I replied that while the Secretary had been very definite in stating the only basis on which we could support a new approach in the GA it was certainly not the Secretary’s practice or intention to shut off discussion with representatives of friendly governments. The door was always open for further discussions with the GRC without conditions. The only pressure imposed on our discussions was that of time. At best the remaining time available for the necessary preparatory work on texts of resolutions and consultations with member governments was quite short. If we lost much more time it might be impossible to prepare our position as thoroughly as we should like. I said if our estimates of the voting alignment for the various propositions was not challenged, it would seem that we should be about ready to take the needed decisions. However we would certainly extend discussions if this was the desire of the GRC. But we would both be paying a price in terms of lost time.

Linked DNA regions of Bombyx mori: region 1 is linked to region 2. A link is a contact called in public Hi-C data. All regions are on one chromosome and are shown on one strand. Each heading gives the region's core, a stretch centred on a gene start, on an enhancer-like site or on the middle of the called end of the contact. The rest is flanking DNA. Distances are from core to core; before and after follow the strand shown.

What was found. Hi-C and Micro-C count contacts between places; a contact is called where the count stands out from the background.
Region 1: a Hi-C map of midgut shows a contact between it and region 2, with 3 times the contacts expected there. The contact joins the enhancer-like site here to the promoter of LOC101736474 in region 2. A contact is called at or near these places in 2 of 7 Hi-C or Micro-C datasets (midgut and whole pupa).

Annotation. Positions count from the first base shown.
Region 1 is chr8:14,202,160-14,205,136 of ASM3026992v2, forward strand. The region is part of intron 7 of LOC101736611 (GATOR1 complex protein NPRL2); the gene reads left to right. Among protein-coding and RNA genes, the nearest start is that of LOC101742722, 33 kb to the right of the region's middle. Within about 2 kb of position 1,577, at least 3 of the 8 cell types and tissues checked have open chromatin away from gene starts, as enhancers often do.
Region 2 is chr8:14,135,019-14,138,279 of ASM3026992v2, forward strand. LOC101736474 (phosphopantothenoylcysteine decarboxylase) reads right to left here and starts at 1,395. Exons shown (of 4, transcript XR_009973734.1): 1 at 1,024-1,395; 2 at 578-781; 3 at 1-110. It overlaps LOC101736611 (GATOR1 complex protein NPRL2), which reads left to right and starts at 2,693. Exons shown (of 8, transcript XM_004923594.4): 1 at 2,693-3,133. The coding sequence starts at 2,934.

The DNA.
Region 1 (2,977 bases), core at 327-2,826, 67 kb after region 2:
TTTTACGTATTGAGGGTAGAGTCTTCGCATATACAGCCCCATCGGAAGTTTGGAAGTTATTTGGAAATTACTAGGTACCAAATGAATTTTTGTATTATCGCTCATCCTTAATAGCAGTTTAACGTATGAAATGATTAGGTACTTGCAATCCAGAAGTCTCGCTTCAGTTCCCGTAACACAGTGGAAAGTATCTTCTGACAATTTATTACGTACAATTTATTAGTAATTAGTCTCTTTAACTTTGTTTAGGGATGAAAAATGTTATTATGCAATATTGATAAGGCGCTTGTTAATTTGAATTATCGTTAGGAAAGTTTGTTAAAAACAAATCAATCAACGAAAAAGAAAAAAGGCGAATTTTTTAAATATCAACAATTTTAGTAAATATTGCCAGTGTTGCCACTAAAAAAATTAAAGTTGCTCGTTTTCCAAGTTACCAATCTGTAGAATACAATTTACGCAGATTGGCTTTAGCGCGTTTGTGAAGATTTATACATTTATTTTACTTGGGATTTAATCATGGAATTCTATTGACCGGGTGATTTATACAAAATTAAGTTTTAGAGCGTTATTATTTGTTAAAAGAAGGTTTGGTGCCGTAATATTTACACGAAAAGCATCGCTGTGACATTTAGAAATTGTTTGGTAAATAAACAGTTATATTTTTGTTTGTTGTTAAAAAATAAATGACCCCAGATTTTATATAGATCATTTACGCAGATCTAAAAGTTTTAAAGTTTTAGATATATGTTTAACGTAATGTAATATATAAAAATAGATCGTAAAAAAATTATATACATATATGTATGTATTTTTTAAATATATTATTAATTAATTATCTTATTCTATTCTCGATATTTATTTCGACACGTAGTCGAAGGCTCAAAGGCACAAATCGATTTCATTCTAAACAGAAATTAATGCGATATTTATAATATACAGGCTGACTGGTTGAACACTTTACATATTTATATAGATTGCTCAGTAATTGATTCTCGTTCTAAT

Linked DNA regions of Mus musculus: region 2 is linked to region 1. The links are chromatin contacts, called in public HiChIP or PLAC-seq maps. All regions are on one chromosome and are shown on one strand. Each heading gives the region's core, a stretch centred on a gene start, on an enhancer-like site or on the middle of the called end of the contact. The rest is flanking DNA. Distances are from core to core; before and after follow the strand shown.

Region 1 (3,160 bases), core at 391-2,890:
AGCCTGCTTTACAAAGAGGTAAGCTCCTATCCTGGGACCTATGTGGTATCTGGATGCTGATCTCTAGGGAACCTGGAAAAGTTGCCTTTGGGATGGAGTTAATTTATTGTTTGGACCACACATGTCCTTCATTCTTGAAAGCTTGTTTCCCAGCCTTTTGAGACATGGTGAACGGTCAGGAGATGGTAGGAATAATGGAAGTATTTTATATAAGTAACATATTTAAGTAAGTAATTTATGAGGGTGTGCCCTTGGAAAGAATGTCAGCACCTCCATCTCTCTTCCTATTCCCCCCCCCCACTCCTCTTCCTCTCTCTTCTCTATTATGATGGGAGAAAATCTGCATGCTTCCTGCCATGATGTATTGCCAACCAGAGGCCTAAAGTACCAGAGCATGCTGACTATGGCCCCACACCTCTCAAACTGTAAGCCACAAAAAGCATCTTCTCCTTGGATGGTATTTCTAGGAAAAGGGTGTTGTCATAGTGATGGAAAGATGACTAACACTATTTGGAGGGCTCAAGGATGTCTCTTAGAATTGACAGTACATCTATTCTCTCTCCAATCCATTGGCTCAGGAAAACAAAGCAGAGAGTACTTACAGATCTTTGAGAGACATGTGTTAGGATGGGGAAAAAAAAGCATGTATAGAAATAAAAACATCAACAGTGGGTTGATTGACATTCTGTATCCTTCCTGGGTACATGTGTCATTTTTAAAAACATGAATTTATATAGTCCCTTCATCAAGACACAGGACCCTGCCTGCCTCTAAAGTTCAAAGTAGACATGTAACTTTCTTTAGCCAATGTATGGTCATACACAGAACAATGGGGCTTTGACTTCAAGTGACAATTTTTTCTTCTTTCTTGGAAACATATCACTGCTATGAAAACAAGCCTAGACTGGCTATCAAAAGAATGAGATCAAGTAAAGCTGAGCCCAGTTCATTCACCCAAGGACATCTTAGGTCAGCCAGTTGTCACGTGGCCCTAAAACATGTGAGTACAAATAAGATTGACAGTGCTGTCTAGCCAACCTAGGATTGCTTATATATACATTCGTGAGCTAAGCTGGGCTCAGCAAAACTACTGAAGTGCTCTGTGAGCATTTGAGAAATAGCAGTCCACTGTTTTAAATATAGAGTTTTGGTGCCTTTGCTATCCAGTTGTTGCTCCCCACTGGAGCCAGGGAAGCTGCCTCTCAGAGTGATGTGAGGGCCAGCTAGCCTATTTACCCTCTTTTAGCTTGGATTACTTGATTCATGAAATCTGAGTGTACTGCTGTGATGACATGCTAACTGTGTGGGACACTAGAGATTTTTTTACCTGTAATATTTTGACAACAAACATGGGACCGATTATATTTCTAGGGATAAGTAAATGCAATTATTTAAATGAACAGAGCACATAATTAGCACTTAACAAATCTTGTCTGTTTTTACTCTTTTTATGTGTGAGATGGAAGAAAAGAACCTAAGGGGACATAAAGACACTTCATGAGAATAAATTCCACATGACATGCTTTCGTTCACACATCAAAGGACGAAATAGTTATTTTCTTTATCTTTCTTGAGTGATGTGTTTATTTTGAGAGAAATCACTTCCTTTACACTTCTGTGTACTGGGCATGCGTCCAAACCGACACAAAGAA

CCK again reverted to the SC issue and said that both in the Murphy conversations and in the conversation of Ambassador Shen with Secretary Rogers on May 285 the GRC had thought that the American representatives had agreed that the Security Council issue should be treated separately from the GA dual representation resolution. CCK reaffirmed that he felt strongly the two matters can and should be treated separately and that the SC issue is a matter of substance.